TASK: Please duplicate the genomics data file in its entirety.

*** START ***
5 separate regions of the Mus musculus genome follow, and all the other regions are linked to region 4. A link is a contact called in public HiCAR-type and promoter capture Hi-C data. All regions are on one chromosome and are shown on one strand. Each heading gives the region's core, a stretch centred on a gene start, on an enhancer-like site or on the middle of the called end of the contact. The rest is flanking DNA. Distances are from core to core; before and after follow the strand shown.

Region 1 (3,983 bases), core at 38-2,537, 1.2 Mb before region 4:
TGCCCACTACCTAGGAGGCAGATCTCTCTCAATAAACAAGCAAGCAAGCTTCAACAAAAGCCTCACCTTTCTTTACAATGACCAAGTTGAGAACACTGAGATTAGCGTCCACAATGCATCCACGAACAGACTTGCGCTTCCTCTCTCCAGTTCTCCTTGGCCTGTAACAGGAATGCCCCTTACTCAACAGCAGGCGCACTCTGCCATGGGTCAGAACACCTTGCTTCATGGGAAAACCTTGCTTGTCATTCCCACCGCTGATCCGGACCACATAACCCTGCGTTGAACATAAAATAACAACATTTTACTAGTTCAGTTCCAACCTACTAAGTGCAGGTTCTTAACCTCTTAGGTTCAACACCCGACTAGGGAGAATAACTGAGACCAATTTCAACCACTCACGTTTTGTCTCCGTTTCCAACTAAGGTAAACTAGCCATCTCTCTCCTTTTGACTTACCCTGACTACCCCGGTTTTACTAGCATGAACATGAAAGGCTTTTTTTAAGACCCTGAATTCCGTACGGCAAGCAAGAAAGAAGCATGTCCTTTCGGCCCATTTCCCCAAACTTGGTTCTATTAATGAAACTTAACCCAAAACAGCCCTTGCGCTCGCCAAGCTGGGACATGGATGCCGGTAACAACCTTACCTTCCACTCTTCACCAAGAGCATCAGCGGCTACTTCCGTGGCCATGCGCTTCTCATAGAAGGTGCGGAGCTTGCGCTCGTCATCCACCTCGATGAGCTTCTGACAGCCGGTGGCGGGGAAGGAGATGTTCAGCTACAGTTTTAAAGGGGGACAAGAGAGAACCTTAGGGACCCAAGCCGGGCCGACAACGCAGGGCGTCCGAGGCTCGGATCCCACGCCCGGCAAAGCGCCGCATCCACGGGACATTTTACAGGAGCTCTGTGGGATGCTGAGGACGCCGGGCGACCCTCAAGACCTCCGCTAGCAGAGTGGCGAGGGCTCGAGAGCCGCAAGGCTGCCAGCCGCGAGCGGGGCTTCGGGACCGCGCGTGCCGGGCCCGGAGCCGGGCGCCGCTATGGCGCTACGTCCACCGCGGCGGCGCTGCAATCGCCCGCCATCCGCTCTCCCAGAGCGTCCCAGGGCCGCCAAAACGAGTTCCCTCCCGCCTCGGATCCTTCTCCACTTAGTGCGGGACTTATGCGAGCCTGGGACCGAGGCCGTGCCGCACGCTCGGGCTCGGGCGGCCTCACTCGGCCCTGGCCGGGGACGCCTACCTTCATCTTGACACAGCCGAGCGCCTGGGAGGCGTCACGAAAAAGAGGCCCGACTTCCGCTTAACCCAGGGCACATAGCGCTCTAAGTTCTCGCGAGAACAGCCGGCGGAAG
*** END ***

5 separate regions of the Mus musculus genome follow, and all the other regions are linked to region 4. A link is a contact called in public HiCAR-type and promoter capture Hi-C data. All regions are on one chromosome and are shown on one strand. Each heading gives the region's core, a stretch centred on a gene start, on an enhancer-like site or on the middle of the called end of the contact. The rest is flanking DNA. Distances are from core to core; before and after follow the strand shown.

Region 1 (3,983 bases), core at 38-2,537, 1.2 Mb before region 4:
TGCCCACTACCTAGGAGGCAGATCTCTCTCAATAAACAAGCAAGCAAGCTTCAACAAAAGCCTCACCTTTCTTTACAATGACCAAGTTGAGAACACTGAGATTAGCGTCCACAATGCATCCACGAACAGACTTGCGCTTCCTCTCTCCAGTTCTCCTTGGCCTGTAACAGGAATGCCCCTTACTCAACAGCAGGCGCACTCTGCCATGGGTCAGAACACCTTGCTTCATGGGAAAACCTTGCTTGTCATTCCCACCGCTGATCCGGACCACATAACCCTGCGTTGAACATAAAATAACAACATTTTACTAGTTCAGTTCCAACCTACTAAGTGCAGGTTCTTAACCTCTTAGGTTCAACACCCGACTAGGGAGAATAACTGAGACCAATTTCAACCACTCACGTTTTGTCTCCGTTTCCAACTAAGGTAAACTAGCCATCTCTCTCCTTTTGACTTACCCTGACTACCCCGGTTTTACTAGCATGAACATGAAAGGCTTTTTTTAAGACCCTGAATTCCGTACGGCAAGCAAGAAAGAAGCATGTCCTTTCGGCCCATTTCCCCAAACTTGGTTCTATTAATGAAACTTAACCCAAAACAGCCCTTGCGCTCGCCAAGCTGGGACATGGATGCCGGTAACAACCTTACCTTCCACTCTTCACCAAGAGCATCAGCGGCTACTTCCGTGGCCATGCGCTTCTCATAGAAGGTGCGGAGCTTGCGCTCGTCATCCACCTCGATGAGCTTCTGACAGCCGGTGGCGGGGAAGGAGATGTTCAGCTACAGTTTTAAAGGGGGACAAGAGAGAACCTTAGGGACCCAAGCCGGGCCGACAACGCAGGGCGTCCGAGGCTCGGATCCCACGCCCGGCAAAGCGCCGCATCCACGGGACATTTTACAGGAGCTCTGTGGGATGCTGAGGACGCCGGGCGACCCTCAAGACCTCCGCTAGCAGAGTGGCGAGGGCTCGAGAGCCGCAAGGCTGCCAGCCGCGAGCGGGGCTTCGGGACCGCGCGTGCCGGGCCCGGAGCCGGGCGCCGCTATGGCGCTACGTCCACCGCGGCGGCGCTGCAATCGCCCGCCATCCGCTCTCCCAGAGCGTCCCAGGGCCGCCAAAACGAGTTCCCTCCCGCCTCGGATCCTTCTCCACTTAGTGCGGGACTTATGCGAGCCTGGGACCGAGGCCGTGCCGCACGCTCGGGCTCGGGCGGCCTCACTCGGCCCTGGCCGGGGACGCCTACCTTCATCTTGACACAGCCGAGCGCCTGGGAGGCGTCACGAAAAAGAGGCCCGACTTCCGCTTAACCCAGGGCACATAGCGCTCTAAGTTCTCGCGAGAACAGCCGGCGGAAG